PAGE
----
Snapchat recorded 158 million daily active users, on average, in the last quarter of 2016. And yet, ask an average sampling of real estate agents if they use it, and you'll hear a chorus of "No's." And then you'll likely hear a bunch of stuff about how it's only for millennials. You might also hear a comment or two about how it's only for sexting - a common misinterpretation because of how Snapchat was initially rolled out. "The platform originated as a way to send messages that would disappear once opened. Initially Snapchat got a bad rap, becoming infamous for sexting inappropriate images. I personally have not experienced anything inappropriate on Snapchat," said Kala Laos, broker/owner of Arizona-based Real Estate Sauce. These objections were noted this week when leading California real estate agent and advocate Elgin Walker, of the Elgin and Pilar Walker Team at Keller Williams, put out a call to his followers on Facebook - many of whom are agents themselves - and asked their opinion on using Snapchat. The overwhelming response was that Snapchat was only for younger people, and therefore irrelevant or unimportant to older and/or more established agents. To be fair, Snapchat does skew young. Their most recent data shows that 37 percent of their users are 18–24, followed by the 25–34 age group at about 26 percent. Twelve percent are 35–54, with only two percent at 55+. But, as Walker pointed out, a changing industry is an opportunity. And there's no barrier to learning something new that can embolden or grow your business, if you so choose. The larger issue is about communicating with clients and potential clients in the manner in which they are comfortable, which only serves to strengthen the bond with them. "This is my 30th year in business. I have seen A LOT of changes in the industry," he said. "To provide the best service to clients you need to keep up and reach out in manners they are responsive too. Whether it's text, email, or social media, you give the customers what they want, the way they want!" Snapchat's impressive numbers More than 158 million people use Snapchat every day and more than 300 million monthly. The app passed Twitter's daily user numbers back in June of 2016, with Snapchatters watching over 10 billion videos per day, which is more than a 350% increase in the last year alone - data that was used to support the app's valuation of between $20-23 billion for its IPO, which is set for March 1. RISMedia Yes, Snapchat is going public in the largest tech-related offering since Alibaba in 2014. Should that be important to real estate agents? Of course. Snapchat's growth and market penetration should be on your mind if your own growth is important. And/or if you want to increase engagement with existing and potential clients. If you're still not sure why it's relevant for you, or how it can help expand your business, take a look at a few people who are doing it right. Laos compiled a list of the "Top 10 people dominating the real estate industry on Snapchat." It includes agents, top-producing brokers, mortgage professionals, and property management company founders, and they're not all 22 years old. Among those featured is Dustin Brohm, a REALTOR® and founder of Search Salt Lake. His article for Inman tiled "Why I'm jumping on Snapchat in 2016 - and why you should, too," is a good intro to the ‘who, what, when, where, why" of incorporating Snapchat into your business. His key takeaways: Engagement and interaction from your followers are all that matter. Snapchat has higher engagement than any social network on the planet right now." Side benefits Engaging directly with clients is the obvious top reason for learning and using Snapchat, but there's another important benefit for real estate agents looking to increase their brand reach. Backchannel has a great story about "Alex Wang: suburban dad of three, Silicon Valley real estate agent, a steady ace at selling houses in Silicon Valley's frenetic housing market," whose early adoption and mastery of Snapchat - even as a decidedly non-millennial - has reaped great rewards in some surprising ways. There are those Snapchat stories that can have "tangible financial rewards," like when Wang "asked his Snapchat followers for referrals for a client who needed to find a good agent in Salt Lake City" and was sent numerous recommendations, lining up a potential referral fee for him at closing. But mostly, Wang is "playing the long game of building influence among his peers," they said. He's formed the SnapPack, a group of seven "REALTORS across the country  -  only one of whom falls into the Millennial age bracket " - who "regularly trade Snapchat tips." And, ‘So far, he's ‘snap-coaching' one agent in Texas who asked for advice. He oversees and coaches ten agents at the brokerage where he works, Sereno Group, and noticed that they would approach him for advice on how to better use Facebook or better negotiate  -  both Wang's strong suits. So on Snapchat stories, Wang decided not to target more customers, but to pass on tips to other agents in a profession where he says the barrier to entry is way too low (you take three courses and an exam) and, as a result, is rife with amateurish high jinks." Want more information about how to use Snapchat? The National Association of REALTORS® (NAR) has a Field Guide for Realtors with basics and links to articles and videos that can help. Or you can just ask your child/grandchild/babysitter/neighbor's kids/nephew. That's what I did.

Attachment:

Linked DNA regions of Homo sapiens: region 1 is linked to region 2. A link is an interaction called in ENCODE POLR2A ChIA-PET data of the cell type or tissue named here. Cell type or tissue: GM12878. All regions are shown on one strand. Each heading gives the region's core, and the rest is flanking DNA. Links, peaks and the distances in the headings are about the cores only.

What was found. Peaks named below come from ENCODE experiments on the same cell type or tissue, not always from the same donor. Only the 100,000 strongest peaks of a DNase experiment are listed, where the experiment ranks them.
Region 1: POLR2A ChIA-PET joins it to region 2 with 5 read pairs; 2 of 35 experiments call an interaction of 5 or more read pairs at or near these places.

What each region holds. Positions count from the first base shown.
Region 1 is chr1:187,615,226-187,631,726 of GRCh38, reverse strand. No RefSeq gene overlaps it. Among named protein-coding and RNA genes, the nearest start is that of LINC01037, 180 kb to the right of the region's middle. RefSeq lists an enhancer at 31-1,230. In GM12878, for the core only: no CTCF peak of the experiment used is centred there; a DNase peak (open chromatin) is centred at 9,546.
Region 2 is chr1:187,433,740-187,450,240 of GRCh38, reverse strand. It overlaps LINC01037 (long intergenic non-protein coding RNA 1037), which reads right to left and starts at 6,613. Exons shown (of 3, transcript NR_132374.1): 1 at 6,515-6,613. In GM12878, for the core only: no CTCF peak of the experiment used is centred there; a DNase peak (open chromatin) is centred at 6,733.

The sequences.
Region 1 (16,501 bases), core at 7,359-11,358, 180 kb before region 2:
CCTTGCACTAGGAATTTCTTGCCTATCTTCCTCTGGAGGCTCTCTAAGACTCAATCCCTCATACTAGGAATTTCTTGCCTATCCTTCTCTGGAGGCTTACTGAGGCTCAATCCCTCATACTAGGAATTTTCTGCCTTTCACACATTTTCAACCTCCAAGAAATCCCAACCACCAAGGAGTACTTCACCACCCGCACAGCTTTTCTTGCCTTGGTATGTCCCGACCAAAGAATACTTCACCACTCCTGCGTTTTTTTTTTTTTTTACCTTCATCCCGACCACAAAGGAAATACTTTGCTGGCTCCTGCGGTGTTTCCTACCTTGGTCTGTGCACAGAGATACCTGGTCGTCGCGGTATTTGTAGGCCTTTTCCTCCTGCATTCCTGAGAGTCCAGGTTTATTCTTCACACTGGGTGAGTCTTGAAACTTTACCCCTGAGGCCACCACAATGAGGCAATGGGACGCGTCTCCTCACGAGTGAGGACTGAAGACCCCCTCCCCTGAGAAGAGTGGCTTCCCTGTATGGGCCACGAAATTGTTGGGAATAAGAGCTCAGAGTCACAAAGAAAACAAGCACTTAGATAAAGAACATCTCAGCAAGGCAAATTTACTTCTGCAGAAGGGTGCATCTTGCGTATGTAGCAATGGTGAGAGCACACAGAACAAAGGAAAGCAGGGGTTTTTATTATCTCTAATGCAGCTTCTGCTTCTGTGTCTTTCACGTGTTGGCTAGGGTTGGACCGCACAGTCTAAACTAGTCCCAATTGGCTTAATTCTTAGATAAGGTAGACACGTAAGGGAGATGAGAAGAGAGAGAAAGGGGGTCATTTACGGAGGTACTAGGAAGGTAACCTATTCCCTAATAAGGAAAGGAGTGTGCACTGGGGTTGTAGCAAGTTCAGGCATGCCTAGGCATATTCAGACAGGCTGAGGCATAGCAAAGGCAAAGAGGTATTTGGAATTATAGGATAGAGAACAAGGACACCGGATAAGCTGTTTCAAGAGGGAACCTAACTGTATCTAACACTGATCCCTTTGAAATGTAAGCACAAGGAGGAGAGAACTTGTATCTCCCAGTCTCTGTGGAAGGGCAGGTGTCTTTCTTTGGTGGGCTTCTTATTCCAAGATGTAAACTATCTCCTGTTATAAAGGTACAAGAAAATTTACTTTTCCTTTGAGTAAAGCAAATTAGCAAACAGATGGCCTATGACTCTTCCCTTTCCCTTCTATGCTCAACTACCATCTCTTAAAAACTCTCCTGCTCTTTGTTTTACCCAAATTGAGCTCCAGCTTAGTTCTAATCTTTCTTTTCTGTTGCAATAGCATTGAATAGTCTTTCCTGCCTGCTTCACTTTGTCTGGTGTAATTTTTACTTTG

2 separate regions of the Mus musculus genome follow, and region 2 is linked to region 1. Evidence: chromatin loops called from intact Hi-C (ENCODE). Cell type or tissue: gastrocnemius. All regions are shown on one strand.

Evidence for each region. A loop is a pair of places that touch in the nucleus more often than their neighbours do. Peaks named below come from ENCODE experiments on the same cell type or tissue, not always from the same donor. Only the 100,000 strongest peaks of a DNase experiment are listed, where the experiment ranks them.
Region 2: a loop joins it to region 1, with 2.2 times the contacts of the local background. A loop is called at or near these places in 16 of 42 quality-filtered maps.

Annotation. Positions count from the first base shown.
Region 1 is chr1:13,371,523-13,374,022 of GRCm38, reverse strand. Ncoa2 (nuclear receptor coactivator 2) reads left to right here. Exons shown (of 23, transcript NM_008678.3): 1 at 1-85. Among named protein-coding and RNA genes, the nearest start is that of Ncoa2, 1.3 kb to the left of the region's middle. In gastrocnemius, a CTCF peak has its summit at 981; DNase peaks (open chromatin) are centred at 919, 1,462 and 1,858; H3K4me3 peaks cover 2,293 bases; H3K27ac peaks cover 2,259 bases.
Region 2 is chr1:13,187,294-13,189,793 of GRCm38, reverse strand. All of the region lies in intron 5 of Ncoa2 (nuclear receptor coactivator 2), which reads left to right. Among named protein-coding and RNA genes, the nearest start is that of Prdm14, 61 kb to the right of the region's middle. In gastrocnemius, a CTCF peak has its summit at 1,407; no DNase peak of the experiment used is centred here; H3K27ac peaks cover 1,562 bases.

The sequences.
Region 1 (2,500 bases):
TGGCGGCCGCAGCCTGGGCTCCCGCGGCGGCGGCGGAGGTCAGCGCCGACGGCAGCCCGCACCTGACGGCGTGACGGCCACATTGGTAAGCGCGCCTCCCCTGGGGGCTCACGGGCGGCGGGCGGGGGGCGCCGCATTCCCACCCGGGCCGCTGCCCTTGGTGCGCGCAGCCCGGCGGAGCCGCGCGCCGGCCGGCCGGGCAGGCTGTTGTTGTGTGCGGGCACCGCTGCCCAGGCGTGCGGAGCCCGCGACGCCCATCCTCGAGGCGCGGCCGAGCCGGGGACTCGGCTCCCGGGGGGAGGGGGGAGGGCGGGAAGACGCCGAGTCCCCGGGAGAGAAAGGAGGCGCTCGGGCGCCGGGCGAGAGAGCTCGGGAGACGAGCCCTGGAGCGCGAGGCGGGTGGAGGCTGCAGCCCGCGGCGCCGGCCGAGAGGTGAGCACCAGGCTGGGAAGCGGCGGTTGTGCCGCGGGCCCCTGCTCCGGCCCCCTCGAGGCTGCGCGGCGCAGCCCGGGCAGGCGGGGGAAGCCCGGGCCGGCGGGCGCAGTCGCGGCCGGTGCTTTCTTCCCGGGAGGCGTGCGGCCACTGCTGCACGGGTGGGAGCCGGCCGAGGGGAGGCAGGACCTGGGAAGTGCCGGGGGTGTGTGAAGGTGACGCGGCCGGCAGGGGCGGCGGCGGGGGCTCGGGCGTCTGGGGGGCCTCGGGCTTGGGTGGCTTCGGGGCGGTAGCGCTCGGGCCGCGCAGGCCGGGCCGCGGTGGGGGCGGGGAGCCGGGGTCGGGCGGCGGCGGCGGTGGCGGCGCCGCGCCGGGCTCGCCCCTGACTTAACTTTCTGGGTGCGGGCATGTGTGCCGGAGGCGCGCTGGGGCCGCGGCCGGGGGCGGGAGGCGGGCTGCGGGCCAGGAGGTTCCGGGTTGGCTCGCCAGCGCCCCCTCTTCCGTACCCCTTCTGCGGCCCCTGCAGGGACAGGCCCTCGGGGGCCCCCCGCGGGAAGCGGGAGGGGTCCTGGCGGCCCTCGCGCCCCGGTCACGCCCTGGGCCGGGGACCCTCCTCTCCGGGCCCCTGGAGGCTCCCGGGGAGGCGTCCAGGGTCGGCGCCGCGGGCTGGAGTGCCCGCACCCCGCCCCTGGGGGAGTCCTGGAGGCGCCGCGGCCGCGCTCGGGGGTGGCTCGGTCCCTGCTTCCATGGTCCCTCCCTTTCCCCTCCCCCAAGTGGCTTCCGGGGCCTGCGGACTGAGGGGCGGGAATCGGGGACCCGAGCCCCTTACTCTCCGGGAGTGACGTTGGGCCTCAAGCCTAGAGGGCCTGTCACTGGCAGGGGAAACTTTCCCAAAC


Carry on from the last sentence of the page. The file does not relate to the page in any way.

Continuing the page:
• 3 Steps To Saving For Your Dream Home Feb. 21st 2017